- coping with stress
- combat stress
- preparing for deployment
- total force fitness
- veterans benefits
- military transition
- suicide prevention
- resources for leadership
- substance abuse
- psychological health
- get involved
- thanking service members
Strategies for Managing Stress at Events
Experiencing stress during reintegration is common for those who have served in combat environments in Iraq, Afghanistan or elsewhere around the globe. Even the most seasoned and prepared warriors can experience common stress reactions after returning home from uncommonly challenging events.
When you return home, your family and friends may invite you to a number of social gatherings for events ranging from Labor Day bar-b-queues to Thanksgiving dinners to New Years Eve celebrations, or even welcome-home celebrations in your honor. The tips in this article will help you to be better prepared for these interactions, so that you can enjoy them and continue to successfully reintegrate into life at home.
Make a Plan Before Attending
Your family, friends, colleagues or others may be curious and will want to ask you all about your time on deployment, and some of their questions may have the potential to make you feel uncomfortable. It can be helpful to formulate a plan for yourself beforehand. Decide ahead of time what you are willing to discuss with them, and set boundaries for what you are uncomfortable discussing. You can also:
- Share a little at a time, then let the other person respond to what you have to say
- Listen without interrupting or getting defensive1
- Recognize that others may not agree with your personal views or understand your service in the military
- Agree to disagree — everyone has their own opinion about the conflicts in Iraq and Afghanistan, and the military in general
- Respectfully decline to answer any question that crosses the boundaries you’ve set for what you are uncomfortable discussing1
Learn to Manage Feelings of Stress and Anger
Post-Deployment Reintegration into Family Life
Learn additional tips and tactics for successfully transitioning back into family life.
Everyone can experience stress before, during and after an event or gathering — regardless of whether or not they have served our nation in the armed forces. There are many things you can do in your everyday life to help manage your stress, from simply playing cards with buddies to practicing meditation.
One popular stress-reducer is exercise. Activities like jogging, swimming, weight lifting or playing sports can often reduce physical tension. (Check with you doctor before starting a new exercise routine.) Exercise can give you a break from difficult emotions, distract you from painful memories and improve your self-esteem.2 For other ideas about how to manage stress, visit the “stress-busters” page on the Navy Combat and Operational Stress Control website.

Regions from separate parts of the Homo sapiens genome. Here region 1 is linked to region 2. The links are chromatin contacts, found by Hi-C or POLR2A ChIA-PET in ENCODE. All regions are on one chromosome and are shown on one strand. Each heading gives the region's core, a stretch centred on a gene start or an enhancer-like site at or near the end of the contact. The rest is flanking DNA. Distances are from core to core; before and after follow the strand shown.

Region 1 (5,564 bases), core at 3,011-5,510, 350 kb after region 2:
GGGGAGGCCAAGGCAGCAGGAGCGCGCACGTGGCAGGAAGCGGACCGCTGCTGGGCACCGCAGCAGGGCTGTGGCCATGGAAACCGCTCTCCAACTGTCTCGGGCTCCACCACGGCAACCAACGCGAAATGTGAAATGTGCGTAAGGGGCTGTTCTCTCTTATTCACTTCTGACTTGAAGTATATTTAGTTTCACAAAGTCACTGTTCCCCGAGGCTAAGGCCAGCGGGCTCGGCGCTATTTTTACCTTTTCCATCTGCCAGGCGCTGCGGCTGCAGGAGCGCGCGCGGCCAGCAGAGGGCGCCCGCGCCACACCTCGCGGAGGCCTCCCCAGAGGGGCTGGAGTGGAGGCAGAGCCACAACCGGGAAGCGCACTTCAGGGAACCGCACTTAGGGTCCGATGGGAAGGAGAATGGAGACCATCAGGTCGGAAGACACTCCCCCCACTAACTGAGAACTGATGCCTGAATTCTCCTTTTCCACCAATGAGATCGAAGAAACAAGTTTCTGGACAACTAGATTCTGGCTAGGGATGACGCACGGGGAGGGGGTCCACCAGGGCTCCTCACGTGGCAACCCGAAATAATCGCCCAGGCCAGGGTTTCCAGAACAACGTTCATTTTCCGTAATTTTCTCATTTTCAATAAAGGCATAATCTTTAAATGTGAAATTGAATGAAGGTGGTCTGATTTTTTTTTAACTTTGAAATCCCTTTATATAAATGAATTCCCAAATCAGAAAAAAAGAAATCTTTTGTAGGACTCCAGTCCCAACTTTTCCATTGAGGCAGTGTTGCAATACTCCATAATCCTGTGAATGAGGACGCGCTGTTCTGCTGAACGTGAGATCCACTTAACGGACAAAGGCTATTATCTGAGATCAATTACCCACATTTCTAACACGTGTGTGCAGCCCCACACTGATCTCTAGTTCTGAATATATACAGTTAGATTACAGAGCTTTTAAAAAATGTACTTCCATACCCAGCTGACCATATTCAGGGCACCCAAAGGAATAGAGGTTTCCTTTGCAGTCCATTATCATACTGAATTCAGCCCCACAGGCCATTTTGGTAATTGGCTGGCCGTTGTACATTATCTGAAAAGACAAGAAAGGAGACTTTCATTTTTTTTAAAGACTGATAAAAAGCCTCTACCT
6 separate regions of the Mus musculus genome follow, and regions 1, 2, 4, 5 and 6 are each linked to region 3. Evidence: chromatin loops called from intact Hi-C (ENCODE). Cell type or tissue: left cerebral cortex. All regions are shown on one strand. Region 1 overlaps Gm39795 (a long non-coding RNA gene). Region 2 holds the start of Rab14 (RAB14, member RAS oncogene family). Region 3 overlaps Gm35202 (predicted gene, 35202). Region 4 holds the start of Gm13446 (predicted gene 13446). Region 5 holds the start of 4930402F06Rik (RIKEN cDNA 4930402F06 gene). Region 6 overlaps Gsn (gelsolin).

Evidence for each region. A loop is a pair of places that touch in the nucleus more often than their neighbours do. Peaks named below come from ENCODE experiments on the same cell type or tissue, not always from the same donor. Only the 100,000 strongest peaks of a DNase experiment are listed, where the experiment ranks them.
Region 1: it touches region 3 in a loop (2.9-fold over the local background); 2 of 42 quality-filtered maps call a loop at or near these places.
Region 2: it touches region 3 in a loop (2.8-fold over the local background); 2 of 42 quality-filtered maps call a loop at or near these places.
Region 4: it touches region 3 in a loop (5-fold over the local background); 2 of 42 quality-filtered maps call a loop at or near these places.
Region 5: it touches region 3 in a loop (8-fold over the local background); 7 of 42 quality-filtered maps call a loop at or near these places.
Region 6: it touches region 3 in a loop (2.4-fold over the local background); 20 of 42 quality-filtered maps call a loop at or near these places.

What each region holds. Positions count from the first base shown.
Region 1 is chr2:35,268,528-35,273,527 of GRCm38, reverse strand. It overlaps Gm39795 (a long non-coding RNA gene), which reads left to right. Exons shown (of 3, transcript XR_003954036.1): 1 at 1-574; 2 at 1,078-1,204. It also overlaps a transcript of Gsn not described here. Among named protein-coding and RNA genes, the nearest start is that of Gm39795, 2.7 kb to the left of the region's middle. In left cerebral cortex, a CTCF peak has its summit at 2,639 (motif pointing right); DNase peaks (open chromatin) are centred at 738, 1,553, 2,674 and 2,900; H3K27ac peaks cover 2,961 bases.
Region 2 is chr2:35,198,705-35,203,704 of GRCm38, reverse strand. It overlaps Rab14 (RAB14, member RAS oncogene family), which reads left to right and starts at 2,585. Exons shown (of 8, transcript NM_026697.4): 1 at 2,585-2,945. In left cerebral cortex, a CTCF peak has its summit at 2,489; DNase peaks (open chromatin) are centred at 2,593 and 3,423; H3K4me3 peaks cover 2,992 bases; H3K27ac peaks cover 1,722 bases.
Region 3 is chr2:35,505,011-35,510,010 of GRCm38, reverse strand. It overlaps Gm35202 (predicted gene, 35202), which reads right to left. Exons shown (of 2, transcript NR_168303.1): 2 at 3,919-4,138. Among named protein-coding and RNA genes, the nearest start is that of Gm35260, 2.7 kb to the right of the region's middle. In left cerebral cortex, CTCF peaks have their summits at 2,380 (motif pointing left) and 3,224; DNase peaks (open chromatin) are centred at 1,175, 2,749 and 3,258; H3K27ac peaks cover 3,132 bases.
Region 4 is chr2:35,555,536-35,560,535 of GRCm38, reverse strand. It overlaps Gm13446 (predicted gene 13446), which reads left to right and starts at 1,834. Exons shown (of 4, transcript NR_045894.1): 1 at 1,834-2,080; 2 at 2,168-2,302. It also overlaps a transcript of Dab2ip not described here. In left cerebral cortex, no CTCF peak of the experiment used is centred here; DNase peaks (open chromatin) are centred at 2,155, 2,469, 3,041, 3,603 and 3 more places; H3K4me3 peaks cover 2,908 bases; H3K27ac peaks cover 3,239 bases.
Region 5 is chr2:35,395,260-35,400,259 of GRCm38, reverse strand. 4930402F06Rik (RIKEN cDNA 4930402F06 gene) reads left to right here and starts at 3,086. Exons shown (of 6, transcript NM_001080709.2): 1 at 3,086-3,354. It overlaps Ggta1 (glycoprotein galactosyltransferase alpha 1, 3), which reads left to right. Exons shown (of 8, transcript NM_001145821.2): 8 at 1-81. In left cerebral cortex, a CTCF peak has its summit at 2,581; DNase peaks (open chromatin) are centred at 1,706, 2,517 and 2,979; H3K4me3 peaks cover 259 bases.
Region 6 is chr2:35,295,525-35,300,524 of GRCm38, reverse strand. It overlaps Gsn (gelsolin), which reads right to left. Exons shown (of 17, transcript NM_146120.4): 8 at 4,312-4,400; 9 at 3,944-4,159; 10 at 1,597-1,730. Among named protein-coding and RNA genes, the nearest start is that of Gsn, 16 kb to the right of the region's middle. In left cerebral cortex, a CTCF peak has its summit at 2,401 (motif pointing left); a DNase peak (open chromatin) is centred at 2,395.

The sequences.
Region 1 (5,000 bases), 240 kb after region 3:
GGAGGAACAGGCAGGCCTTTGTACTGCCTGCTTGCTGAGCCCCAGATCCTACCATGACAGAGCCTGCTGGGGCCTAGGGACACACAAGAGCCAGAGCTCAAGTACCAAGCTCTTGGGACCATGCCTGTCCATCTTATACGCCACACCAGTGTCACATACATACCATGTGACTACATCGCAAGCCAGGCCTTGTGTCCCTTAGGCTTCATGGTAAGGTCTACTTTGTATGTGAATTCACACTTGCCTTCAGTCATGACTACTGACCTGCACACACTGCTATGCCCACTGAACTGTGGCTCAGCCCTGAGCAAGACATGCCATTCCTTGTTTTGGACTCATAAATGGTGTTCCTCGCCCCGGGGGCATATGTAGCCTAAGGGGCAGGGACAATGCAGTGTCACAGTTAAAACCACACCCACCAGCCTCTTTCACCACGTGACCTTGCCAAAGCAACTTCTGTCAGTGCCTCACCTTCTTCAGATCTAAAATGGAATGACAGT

It is also helpful to recognize and try to manage any angry feelings that may arise. If a situation arises in which you feel anger when speaking to a family member, friend or acquaintance about your military service (or other topics), you can manage your emotions by:
- Taking a deep breath and counting to 10 before reacting
- Walking away
- Thinking about the ultimate consequences of your responses3
Using these tactics to manage stress or anger will allow you to more fully enjoy social events following deployment and beyond.
Reach Out for Support if You Need It
Experiencing stress after returning home from a deployment is not uncommon. The information in this article can help you learn to address that stress successfully, but if you feel that you’d like to speak with a trained professional, don’t hesitate to contact the DCoE Outreach Center. Call 866-966-1020 or log onto Real Warriors Live Chat to get free, confidential guidance on resources for getting help 24/7.
- Discuss your post-deployment experiences with other service members at the Real Warriors Message Boards.
1"Families & Friendships eLibrary Reference Material," afterdeployment.org. Last accessed Jan. 29, 2013.
2"Lifestyle Changes Recommended for PTSD Patients," National Center for PTSD. Last accessed Jan. 29, 2013.
3"Returning from the War Zone: A Guide for Military Personnel," [PDF 2.64MB] National Center for PTSD. Last accessed Jan. 29, 2013.